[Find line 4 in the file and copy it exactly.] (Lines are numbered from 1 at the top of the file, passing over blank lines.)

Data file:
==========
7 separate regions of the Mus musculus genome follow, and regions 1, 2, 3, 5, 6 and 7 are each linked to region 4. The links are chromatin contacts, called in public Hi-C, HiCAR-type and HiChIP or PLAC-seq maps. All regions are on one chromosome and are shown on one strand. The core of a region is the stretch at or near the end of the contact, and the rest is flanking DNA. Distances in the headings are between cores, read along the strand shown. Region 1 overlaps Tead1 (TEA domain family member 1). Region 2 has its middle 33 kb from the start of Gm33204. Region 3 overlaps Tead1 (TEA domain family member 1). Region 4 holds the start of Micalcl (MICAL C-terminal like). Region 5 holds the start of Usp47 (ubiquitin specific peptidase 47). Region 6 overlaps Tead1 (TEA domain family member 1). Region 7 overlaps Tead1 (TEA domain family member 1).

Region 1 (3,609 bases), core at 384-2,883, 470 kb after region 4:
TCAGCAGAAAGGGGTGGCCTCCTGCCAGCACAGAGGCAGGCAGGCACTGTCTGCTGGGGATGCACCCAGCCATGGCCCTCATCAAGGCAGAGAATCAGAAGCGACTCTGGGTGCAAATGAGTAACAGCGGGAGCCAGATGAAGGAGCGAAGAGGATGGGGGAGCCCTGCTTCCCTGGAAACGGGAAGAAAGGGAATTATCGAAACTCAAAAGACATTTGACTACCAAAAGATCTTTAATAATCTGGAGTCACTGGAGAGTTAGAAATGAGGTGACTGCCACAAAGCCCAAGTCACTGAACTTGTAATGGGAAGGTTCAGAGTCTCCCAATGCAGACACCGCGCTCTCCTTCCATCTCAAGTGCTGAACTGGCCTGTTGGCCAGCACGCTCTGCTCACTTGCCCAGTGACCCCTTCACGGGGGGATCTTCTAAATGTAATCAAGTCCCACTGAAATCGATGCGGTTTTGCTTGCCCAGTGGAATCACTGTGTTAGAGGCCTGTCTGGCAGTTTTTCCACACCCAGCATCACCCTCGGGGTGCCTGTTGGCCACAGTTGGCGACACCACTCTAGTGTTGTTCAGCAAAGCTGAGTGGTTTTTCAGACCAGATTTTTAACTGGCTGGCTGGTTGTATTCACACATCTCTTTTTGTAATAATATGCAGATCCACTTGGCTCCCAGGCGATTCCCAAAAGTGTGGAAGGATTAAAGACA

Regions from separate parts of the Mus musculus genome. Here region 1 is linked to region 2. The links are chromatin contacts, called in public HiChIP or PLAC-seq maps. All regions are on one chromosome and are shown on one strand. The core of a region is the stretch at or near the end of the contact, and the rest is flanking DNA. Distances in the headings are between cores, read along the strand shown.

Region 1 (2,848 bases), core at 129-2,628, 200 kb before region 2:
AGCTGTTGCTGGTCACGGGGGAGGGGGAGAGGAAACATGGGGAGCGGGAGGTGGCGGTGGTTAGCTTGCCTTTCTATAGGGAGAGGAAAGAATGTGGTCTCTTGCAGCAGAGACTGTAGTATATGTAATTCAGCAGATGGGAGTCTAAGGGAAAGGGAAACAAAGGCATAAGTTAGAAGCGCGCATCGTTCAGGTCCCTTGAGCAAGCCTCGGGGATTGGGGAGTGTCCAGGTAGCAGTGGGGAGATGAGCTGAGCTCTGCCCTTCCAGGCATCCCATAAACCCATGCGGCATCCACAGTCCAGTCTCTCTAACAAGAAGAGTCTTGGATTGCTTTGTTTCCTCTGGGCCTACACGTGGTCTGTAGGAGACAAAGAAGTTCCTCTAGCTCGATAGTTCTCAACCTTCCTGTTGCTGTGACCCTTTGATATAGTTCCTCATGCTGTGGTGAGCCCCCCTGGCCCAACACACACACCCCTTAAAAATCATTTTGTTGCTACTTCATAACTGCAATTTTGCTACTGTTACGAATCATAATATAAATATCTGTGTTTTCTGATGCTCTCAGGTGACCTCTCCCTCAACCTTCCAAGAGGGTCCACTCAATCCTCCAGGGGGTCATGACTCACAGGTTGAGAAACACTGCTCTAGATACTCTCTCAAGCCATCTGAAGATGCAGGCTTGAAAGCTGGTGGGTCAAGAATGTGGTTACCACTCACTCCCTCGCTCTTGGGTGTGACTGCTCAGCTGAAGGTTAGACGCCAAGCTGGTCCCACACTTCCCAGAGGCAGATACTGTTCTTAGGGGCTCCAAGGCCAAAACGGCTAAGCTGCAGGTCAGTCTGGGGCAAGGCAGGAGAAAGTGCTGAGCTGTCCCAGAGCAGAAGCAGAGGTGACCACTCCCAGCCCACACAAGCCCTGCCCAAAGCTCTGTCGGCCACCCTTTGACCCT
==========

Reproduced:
Regions from separate parts of the Mus musculus genome. Here region 1 is linked to region 2. The links are chromatin contacts, called in public HiChIP or PLAC-seq maps. All regions are on one chromosome and are shown on one strand. The core of a region is the stretch at or near the end of the contact, and the rest is flanking DNA. Distances in the headings are between cores, read along the strand shown.